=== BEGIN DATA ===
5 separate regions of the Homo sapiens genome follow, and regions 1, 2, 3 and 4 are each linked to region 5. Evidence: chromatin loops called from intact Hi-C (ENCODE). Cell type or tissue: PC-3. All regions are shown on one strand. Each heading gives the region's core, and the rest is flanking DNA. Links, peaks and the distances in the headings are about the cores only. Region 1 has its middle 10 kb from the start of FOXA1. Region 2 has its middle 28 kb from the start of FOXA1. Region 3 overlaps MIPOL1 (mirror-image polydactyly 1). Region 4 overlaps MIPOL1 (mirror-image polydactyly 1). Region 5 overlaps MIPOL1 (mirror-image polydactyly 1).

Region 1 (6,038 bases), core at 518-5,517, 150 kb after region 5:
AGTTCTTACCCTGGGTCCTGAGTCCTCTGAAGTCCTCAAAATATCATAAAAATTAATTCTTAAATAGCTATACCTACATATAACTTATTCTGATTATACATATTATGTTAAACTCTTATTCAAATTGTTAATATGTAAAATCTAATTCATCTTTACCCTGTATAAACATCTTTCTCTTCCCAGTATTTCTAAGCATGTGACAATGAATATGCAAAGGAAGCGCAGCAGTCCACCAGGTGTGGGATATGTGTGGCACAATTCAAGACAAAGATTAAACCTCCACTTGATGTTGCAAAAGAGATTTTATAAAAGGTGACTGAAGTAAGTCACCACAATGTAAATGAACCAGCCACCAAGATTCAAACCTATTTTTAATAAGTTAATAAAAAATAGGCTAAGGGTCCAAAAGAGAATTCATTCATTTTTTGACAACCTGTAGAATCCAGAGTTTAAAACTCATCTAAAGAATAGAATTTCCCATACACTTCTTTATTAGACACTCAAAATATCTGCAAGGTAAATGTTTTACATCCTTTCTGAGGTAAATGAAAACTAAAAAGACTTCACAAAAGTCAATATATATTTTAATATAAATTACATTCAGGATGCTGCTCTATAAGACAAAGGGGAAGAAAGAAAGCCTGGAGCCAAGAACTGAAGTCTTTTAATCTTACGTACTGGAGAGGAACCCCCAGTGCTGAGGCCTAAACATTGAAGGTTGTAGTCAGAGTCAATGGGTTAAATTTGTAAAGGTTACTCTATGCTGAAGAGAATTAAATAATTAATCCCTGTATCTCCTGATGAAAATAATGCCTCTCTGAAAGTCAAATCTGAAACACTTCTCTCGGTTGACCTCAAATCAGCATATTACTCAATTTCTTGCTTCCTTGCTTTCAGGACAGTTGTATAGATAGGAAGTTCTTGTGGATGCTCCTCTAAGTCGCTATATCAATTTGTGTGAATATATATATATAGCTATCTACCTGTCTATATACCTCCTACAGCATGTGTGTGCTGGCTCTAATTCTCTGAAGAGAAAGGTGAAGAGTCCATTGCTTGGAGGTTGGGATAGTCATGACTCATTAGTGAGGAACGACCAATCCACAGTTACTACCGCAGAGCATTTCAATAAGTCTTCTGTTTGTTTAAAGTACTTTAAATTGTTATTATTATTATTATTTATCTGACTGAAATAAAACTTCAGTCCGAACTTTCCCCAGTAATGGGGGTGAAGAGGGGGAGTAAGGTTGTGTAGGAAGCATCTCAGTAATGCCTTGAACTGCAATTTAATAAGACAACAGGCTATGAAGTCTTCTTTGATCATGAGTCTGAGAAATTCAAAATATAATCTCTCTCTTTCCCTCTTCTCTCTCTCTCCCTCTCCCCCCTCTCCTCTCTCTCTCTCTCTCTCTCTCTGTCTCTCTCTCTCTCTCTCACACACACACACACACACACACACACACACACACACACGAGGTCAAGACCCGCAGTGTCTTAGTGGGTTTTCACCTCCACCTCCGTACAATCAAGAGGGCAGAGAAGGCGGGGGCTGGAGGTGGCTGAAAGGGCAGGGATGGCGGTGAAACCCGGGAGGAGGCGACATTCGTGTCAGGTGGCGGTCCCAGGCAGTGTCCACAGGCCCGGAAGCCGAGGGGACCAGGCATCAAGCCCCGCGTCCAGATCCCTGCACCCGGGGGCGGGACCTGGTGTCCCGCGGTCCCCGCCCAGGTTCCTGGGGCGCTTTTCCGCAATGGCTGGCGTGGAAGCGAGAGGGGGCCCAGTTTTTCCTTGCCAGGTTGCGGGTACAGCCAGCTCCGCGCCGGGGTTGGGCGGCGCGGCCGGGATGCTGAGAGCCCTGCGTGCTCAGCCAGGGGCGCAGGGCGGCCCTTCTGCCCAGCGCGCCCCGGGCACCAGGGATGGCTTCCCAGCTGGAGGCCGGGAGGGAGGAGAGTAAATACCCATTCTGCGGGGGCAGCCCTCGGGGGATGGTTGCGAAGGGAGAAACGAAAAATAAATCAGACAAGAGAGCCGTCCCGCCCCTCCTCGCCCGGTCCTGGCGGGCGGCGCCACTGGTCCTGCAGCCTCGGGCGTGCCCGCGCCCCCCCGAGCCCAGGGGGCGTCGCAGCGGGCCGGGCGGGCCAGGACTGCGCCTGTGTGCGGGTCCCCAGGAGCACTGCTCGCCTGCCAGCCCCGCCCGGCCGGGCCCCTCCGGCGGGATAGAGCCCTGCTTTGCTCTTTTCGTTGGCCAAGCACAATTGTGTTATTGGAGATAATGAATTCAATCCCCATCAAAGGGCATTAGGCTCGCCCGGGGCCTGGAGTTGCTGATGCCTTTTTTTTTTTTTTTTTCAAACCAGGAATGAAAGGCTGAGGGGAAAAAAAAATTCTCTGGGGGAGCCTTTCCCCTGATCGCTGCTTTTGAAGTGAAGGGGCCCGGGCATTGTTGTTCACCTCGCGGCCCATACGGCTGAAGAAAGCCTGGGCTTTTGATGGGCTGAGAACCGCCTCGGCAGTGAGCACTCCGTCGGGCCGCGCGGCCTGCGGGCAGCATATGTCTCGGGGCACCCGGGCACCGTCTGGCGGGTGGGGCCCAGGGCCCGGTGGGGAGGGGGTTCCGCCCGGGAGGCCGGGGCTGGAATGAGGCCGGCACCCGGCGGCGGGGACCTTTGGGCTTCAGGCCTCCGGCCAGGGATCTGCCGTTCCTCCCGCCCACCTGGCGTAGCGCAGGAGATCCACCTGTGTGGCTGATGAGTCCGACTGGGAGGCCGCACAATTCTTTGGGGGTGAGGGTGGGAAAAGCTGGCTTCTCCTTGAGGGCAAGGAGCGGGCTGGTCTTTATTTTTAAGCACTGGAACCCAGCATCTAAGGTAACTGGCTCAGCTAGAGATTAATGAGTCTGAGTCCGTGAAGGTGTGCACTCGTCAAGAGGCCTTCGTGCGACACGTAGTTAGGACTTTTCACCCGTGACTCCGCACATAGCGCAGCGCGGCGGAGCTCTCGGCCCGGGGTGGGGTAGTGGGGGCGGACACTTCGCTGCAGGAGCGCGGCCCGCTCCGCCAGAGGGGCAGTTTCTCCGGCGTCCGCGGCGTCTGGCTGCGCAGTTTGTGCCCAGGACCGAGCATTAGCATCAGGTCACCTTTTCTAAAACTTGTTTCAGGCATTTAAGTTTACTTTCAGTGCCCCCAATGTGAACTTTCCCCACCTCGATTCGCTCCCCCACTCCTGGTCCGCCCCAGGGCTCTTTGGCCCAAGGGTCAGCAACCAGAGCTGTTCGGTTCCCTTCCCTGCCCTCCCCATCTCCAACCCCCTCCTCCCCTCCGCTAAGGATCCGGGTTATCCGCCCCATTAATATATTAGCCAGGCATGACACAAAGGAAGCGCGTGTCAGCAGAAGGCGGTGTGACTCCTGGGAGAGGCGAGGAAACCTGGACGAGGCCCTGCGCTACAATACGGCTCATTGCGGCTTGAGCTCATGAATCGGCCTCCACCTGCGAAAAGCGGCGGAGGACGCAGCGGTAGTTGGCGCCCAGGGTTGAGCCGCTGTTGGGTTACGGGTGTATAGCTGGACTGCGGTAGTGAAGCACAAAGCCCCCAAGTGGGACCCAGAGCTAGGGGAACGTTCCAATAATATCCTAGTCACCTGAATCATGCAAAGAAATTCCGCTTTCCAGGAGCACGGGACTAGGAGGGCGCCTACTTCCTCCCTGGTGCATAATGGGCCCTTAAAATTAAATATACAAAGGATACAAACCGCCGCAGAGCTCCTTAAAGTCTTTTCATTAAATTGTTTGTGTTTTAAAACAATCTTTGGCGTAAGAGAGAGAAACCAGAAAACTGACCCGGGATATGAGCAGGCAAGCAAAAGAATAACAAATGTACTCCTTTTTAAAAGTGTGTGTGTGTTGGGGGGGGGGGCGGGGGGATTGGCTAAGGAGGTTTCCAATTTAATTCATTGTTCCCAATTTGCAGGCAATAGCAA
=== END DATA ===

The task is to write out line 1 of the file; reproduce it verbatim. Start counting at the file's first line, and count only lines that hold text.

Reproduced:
5 separate regions of the Homo sapiens genome follow, and regions 1, 2, 3 and 4 are each linked to region 5. Evidence: chromatin loops called from intact Hi-C (ENCODE). Cell type or tissue: PC-3. All regions are shown on one strand. Each heading gives the region's core, and the rest is flanking DNA. Links, peaks and the distances in the headings are about the cores only. Region 1 has its middle 10 kb from the start of FOXA1. Region 2 has its middle 28 kb from the start of FOXA1. Region 3 overlaps MIPOL1 (mirror-image polydactyly 1). Region 4 overlaps MIPOL1 (mirror-image polydactyly 1). Region 5 overlaps MIPOL1 (mirror-image polydactyly 1).